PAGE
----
On Sunday, July 2, 2023, we attended service for the last time in our beloved local church of seven years. There is nothing wrong with the church. It is thriving; reaching people in the community; loving members old and new, young and old; sending out missionaries near and far; and preaching the gospel faithfully and beautifully every Sunday.
Its care for children and families, in my view, has been an example other churches should follow, as I wrote here just last month. But after thirteen years in Carrollton, GA for me, and eighteen years here for Dan, we are moving half-way across the country for Dan to begin a new position elsewhere. One cannot commute to church ten hours each way on a Sunday, so this really is a goodbye. It hurts.
We had put down deep roots in Carrollton. Neither Dan nor I have ever lived anywhere else as long as we have lived here. But as academics, we had moved here, to this town and university we had never heard of before reading the respective job ads, because this was where each of us had received a job. And yet, while it was work that brought each of us here, it was the local church, less than five minutes’ drive from our house, that made this place, unknown to us before, a true home. In my case, it was also while living here in Georgia that I, previously a secular Jew, came to Christ almost twelve years ago. This means that I have spent more than fifty percent of my Christian life in this church.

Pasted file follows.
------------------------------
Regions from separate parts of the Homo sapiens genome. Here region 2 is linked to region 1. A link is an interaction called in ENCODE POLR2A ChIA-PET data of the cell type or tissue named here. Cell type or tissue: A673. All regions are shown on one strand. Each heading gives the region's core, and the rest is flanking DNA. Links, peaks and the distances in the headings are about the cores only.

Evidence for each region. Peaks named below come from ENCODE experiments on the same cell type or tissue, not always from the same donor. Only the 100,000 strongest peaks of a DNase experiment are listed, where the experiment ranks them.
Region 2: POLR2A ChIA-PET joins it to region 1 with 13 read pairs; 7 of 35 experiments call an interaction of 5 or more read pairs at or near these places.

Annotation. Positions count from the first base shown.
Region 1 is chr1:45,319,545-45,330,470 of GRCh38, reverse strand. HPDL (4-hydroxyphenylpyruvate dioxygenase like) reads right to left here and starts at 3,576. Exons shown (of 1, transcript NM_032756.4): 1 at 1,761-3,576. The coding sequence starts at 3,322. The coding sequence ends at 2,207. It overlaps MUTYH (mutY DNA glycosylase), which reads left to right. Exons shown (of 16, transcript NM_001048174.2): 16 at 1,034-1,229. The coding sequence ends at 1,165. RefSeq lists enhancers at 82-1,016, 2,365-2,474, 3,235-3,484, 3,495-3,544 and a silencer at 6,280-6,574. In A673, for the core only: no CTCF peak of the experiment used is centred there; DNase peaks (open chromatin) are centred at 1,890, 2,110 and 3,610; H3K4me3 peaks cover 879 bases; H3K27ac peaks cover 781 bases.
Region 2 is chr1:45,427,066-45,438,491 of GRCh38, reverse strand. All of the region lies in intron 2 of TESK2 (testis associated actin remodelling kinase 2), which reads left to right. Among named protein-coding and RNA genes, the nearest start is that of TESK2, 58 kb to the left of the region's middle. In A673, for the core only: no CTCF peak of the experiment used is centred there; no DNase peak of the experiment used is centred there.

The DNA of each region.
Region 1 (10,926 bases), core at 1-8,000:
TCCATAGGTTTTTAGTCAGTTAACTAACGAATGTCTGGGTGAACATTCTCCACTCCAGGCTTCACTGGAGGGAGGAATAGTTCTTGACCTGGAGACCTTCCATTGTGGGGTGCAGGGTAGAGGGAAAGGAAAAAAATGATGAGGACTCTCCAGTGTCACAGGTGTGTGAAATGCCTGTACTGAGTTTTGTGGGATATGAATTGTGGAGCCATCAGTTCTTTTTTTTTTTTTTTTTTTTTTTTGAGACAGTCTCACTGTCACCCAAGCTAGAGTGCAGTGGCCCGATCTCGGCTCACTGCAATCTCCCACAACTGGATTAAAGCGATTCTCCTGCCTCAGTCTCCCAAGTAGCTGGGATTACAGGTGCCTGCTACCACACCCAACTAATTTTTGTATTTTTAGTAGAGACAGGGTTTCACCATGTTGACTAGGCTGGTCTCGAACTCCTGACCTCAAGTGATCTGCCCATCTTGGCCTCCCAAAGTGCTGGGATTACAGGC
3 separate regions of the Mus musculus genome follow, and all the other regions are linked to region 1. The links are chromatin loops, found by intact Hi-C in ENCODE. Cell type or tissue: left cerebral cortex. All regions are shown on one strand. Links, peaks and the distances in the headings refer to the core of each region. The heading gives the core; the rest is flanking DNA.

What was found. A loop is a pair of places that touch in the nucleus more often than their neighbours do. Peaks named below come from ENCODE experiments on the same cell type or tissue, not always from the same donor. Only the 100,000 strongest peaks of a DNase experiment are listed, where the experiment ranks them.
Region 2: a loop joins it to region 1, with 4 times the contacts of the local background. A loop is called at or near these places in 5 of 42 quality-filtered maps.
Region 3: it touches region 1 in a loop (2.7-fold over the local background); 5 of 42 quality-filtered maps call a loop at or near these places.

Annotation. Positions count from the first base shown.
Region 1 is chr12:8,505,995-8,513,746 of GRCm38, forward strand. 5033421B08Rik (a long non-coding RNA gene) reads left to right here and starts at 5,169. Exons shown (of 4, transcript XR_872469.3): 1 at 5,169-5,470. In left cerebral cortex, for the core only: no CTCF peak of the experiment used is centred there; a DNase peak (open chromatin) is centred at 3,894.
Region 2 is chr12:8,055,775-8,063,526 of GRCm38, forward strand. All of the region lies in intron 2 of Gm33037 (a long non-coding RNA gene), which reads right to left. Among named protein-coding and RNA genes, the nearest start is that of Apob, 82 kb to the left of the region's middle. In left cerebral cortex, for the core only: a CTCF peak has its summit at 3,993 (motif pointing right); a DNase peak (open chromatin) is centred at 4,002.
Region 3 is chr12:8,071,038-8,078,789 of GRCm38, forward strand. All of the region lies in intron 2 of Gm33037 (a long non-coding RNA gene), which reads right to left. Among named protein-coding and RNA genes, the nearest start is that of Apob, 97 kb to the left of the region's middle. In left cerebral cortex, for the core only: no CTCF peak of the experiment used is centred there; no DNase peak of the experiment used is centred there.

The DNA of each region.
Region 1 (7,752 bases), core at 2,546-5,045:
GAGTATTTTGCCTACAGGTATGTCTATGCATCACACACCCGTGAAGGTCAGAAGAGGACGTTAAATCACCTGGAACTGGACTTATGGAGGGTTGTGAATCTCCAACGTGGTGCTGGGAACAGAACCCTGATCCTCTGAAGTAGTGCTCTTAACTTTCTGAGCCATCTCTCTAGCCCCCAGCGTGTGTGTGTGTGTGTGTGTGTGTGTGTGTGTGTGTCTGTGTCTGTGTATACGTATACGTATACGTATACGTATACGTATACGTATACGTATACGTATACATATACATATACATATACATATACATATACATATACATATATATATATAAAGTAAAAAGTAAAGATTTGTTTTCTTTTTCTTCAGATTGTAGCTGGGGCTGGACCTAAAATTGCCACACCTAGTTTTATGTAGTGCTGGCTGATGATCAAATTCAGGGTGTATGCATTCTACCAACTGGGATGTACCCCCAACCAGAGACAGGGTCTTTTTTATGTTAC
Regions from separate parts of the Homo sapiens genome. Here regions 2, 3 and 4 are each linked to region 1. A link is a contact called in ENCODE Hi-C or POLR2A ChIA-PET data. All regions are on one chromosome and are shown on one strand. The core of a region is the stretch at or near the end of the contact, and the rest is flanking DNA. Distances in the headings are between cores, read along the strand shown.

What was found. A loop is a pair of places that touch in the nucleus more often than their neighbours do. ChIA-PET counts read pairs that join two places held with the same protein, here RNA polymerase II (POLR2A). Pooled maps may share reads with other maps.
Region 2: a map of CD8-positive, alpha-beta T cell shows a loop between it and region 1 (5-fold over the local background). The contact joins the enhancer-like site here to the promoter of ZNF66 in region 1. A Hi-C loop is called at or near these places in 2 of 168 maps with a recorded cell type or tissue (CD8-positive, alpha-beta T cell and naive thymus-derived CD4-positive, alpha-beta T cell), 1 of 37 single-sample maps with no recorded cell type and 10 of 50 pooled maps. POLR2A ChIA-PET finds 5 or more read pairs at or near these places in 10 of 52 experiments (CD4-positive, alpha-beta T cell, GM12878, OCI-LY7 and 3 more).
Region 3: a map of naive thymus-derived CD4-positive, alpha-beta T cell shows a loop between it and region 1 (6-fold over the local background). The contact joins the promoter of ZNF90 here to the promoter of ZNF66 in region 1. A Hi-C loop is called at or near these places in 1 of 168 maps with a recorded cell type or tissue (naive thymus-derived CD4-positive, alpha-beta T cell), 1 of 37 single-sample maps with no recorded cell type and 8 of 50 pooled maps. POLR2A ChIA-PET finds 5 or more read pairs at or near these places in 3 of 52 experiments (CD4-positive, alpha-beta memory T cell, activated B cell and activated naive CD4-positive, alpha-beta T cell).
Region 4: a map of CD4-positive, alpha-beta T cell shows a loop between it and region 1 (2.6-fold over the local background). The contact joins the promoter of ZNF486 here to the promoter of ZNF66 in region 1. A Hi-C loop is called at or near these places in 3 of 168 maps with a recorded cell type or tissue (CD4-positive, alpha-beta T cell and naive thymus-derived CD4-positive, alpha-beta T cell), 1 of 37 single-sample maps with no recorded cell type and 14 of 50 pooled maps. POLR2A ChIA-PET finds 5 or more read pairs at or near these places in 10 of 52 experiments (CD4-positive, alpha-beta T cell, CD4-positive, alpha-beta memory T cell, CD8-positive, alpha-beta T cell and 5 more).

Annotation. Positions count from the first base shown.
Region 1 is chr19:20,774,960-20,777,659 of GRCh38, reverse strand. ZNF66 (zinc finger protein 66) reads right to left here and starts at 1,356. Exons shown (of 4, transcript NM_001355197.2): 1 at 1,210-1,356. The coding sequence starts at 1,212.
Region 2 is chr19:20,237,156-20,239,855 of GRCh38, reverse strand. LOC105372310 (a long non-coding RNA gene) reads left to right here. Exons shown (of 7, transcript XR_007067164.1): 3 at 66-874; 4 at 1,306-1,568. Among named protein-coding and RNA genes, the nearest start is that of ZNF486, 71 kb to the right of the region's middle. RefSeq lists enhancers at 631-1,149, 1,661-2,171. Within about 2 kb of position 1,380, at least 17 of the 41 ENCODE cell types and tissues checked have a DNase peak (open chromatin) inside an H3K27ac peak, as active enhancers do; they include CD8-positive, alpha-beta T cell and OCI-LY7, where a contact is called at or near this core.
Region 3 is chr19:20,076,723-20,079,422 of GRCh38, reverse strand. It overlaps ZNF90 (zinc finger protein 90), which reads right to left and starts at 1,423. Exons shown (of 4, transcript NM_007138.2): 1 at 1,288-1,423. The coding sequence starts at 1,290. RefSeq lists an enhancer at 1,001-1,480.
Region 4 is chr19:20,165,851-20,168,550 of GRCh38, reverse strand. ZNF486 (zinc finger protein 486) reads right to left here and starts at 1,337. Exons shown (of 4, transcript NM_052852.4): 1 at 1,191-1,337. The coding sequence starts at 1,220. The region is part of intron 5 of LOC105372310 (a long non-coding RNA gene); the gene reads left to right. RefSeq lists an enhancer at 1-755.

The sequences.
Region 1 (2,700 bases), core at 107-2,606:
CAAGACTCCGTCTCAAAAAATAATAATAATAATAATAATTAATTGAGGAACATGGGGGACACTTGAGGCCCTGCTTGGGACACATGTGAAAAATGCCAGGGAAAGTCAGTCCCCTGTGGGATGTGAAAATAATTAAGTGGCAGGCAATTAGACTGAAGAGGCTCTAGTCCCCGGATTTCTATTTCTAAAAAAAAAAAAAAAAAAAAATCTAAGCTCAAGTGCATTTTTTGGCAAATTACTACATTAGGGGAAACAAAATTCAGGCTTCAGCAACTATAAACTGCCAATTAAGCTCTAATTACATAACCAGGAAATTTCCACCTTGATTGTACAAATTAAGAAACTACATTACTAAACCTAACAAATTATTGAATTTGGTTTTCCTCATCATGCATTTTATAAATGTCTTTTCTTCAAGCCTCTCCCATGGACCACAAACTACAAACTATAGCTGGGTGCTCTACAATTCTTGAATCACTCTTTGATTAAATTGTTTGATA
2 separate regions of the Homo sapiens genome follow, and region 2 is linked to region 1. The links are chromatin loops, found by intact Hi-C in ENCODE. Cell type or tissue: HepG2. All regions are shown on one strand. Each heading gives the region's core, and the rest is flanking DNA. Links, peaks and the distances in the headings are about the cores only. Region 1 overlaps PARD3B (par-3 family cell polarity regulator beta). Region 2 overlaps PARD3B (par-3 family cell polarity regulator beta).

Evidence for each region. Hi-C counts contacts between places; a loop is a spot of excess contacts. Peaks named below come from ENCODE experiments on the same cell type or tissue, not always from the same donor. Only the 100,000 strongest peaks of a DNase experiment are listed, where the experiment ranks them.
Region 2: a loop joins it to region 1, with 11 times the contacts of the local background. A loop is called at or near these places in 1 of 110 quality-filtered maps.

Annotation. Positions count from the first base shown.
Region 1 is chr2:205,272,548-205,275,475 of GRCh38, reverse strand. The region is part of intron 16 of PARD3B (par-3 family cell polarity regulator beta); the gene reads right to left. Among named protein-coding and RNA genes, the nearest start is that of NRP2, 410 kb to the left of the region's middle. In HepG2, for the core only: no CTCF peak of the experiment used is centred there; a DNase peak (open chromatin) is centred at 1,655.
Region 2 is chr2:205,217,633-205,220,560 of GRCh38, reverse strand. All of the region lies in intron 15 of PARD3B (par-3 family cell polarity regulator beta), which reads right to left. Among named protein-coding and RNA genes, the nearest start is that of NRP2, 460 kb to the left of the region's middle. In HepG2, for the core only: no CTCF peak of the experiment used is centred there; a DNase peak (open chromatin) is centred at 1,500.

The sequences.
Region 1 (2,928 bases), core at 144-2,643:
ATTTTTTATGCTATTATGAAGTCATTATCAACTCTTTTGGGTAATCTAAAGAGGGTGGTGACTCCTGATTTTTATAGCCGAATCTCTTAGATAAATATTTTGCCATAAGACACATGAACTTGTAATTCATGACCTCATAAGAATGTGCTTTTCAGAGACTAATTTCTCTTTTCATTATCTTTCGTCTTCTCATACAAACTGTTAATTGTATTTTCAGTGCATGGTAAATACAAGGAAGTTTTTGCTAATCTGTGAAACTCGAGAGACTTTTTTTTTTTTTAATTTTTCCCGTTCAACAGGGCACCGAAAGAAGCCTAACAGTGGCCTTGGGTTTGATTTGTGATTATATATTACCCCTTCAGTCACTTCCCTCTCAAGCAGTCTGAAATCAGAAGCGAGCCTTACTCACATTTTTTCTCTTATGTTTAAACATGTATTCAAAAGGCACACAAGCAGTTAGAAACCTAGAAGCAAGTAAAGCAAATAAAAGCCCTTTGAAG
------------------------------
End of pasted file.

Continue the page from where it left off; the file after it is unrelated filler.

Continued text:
We’ve made deep friendships here, bonds formed over our shared experiences worshiping together, praying for each other, and just doing life together: so many wonderful meals; raising small children and then increasingly older children; homeschooling together; celebrating weddings and new babies with showers and parties and sip-and-sees; and yes, mourning some losses.
When an ultrasound revealed a devastating surprise six years ago at a 20-week appointment—that my baby, who had been healthy and thriving at the previous appointment now had no heartbeat—it was another mom friend from our church who dropped everything she was doing at the time and drove over an hour to the hospital where I was for the night, waiting to deliver a dead child. Other friends from church took our two older sons at short notice, caring for them to allow my husband to be with me.
Meals quietly appeared on our doorstep over the next two weeks, as people wanted to care for us during this grief but did not want to force me to talk to them during a time so raw. For the next year, another friend from church mailed me pamphlets every three months, each about coping with a different stage of grief over such a loss. And when, two years later, we were expecting again, so many prayed for our baby through the fear that hung over that entire pregnancy. Her name, Mercy, is a reminder of God’s mercy for her and us, a mercy for which the local body of Christ prayed with us and for us.